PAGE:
Canada to Delay Its Digital Services Tax for OECD’s Global Corporate Tax

By Isaac Teo
Isaac Teo
Isaac Teo
Isaac Teo is an Epoch Times reporter based in Toronto.
October 14, 2021 Updated: October 14, 2021

The Canadian government will postpone and possibly scrap its digital services tax on Big Tech after signing a global pact with 135 other countries to overhaul the way large multinational companies are taxed.

The agreement, reached by members of the Organisation for Economic Co-operation and Development (OECD) on Oct. 8, imposes a global minimum corporate tax of 15 percent on big multinational companies starting in 2023.

The deal requires the largest and most profitable multinational enterprises—those with global sales of about $28.7 billion a year and over 10 percent profitability—to pay a “fair share of tax” in countries where they operate, regardless of whether they have a physical presence there.

But the condition is that participating countries—including Canada—are required to “remove all Digital Services Taxes and other relevant similar measures with respect to all companies, and to commit not to introduce such measures in the future,” according to a statement by OECD on Oct. 8.

This means Canada’s Digital Services Tax (DST) which is slated to commence on Jan. 1, 2022, will be affected, as the pact forbids members from imposing such taxes till the end of 2023, or until the new deal comes into force.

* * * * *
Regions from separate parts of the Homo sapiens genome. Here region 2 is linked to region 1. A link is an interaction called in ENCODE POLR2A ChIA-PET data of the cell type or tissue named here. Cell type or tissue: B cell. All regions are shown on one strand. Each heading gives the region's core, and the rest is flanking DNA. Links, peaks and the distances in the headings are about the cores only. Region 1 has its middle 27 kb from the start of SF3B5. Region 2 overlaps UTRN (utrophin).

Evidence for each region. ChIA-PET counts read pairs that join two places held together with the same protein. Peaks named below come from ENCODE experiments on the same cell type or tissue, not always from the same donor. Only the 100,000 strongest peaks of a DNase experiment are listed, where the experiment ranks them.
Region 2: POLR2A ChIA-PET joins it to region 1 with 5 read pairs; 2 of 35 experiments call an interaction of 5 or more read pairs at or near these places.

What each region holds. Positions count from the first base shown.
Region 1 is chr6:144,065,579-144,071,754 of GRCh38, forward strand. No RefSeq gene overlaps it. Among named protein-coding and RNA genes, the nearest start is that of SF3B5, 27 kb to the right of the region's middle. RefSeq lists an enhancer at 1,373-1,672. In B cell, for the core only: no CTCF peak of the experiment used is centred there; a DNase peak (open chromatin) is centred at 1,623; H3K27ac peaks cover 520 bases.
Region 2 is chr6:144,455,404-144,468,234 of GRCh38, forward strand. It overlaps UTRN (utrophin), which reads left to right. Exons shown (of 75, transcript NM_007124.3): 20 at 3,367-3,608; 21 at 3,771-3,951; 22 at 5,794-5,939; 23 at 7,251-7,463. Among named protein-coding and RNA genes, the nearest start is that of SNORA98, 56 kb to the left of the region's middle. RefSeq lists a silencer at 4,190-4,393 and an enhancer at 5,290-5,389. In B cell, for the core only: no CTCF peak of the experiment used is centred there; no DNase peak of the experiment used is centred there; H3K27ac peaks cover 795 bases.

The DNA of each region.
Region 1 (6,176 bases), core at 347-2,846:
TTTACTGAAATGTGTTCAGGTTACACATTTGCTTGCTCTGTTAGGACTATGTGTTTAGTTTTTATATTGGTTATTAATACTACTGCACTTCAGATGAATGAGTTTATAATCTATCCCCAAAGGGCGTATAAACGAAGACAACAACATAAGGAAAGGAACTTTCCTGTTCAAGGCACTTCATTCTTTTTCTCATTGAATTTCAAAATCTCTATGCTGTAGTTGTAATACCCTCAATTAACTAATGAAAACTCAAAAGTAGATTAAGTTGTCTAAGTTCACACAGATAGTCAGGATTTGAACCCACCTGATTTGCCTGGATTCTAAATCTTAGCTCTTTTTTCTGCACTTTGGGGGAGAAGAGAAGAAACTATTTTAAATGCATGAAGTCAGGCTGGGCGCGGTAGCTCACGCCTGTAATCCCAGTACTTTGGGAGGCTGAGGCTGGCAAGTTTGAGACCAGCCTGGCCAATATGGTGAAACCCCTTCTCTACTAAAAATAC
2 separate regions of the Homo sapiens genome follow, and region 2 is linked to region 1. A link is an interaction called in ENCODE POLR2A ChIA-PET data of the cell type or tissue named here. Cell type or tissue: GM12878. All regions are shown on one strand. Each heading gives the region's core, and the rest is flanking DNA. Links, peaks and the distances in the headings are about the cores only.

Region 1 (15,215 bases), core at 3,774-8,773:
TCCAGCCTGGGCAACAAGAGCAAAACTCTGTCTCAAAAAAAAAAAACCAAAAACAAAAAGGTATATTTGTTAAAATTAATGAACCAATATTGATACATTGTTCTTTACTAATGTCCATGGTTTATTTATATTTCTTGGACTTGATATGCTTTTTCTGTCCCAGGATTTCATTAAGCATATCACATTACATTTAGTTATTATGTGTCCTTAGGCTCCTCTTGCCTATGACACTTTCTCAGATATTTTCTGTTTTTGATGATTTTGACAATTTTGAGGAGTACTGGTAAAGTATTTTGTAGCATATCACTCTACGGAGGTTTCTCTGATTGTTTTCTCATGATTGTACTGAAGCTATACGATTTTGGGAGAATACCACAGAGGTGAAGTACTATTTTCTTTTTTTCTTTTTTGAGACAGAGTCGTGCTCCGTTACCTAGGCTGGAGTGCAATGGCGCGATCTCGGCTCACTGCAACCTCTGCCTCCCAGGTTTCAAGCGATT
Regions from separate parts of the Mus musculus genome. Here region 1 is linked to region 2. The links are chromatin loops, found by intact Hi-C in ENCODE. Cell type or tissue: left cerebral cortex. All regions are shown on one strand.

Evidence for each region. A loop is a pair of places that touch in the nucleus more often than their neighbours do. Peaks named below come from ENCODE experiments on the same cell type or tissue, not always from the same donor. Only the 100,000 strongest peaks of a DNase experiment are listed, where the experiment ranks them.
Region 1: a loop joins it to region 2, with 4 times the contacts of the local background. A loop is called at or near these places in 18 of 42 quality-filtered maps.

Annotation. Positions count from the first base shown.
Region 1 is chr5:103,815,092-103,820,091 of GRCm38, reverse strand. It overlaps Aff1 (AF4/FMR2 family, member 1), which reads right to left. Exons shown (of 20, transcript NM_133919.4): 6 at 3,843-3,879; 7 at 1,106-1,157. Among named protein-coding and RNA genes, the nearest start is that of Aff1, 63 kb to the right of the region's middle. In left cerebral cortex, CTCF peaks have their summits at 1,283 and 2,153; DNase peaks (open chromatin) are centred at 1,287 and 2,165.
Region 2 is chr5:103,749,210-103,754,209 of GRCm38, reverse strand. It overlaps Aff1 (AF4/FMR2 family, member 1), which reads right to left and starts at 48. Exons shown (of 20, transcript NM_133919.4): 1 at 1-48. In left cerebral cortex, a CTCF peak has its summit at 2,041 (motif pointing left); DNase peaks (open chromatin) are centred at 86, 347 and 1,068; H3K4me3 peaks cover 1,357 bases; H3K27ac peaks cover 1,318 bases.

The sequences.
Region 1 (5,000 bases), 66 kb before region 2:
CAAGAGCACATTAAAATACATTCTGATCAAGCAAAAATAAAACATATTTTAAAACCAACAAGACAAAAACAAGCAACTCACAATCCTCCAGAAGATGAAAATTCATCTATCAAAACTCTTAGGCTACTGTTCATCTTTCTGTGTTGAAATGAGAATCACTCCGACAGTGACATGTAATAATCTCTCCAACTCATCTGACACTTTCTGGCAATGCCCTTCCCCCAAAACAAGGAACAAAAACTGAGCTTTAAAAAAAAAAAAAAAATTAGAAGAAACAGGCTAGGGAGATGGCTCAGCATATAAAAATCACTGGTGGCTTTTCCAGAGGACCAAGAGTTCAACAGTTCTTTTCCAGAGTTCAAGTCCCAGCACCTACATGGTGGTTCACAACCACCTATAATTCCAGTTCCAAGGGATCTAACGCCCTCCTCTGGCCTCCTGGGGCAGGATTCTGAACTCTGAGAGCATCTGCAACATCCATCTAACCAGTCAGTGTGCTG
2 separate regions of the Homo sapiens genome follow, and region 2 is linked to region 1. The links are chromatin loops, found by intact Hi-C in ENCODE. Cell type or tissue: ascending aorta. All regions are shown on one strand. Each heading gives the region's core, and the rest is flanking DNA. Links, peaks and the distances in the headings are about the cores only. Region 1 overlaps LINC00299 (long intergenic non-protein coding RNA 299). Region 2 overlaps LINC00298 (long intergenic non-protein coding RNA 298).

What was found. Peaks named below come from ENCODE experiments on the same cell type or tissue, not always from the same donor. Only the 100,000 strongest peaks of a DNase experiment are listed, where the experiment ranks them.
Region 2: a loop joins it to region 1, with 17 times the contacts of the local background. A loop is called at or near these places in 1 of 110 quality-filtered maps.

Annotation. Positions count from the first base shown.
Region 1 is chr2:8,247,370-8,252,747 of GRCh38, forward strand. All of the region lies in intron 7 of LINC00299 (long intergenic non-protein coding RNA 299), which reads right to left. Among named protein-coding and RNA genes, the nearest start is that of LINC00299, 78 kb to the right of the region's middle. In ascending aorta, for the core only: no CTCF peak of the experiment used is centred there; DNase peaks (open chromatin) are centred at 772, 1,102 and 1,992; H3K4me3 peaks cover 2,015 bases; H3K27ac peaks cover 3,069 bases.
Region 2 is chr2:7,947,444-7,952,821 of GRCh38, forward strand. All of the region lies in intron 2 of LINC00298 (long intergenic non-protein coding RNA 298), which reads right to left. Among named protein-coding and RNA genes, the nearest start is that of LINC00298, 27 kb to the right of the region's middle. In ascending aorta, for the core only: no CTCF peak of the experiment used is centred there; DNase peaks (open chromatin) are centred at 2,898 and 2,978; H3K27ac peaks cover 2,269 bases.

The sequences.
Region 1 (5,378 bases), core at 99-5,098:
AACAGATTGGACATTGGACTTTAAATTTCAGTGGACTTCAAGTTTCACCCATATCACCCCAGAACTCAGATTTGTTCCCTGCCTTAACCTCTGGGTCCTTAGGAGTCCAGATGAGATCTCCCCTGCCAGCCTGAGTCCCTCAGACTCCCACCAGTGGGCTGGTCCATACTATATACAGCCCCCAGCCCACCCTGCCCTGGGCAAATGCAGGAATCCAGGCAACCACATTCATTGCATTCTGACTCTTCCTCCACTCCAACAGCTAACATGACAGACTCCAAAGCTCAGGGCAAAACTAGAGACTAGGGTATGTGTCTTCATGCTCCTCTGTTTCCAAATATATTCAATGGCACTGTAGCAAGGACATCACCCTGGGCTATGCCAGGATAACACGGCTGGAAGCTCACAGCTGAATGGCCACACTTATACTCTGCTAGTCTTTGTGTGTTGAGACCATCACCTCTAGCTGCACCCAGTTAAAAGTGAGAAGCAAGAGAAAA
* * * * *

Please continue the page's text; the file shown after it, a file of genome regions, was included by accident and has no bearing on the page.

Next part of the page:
Finance Minister Chrystia Freeland said that the federal government would postpone the implementation of the DST, but would still proceed to finalize the legislation of the tax, in keeping with Budget 2021.

“The DST would be imposed as of January 1, 2024, but only if the treaty implementing the tax regime under this global agreement has not come into force,” Freeland said in a statement on Oct. 8.

She stressed should the Canadian tax be implemented eventually, Big Tech would have to retroactively pay their due.

“In that event, the DST would be payable as of 2024 in respect of revenues earned as of January 1, 2022,” she said.

Canada’s DST was first announced in the Fall Economic Statement 2020 and later confirmed by the federal government in Budget 2021.

The DST was designed to tax business models that rely on digital technology such as social media, search engines and intermediation platforms that engage with their users. Unlike traditional businesses, these businesses earn revenues through their users’ participation, advertisement, content and data, and are not limited to any physical locations.

Isaac Teo
Isaac Teo
Isaac Teo is an Epoch Times reporter based in Toronto.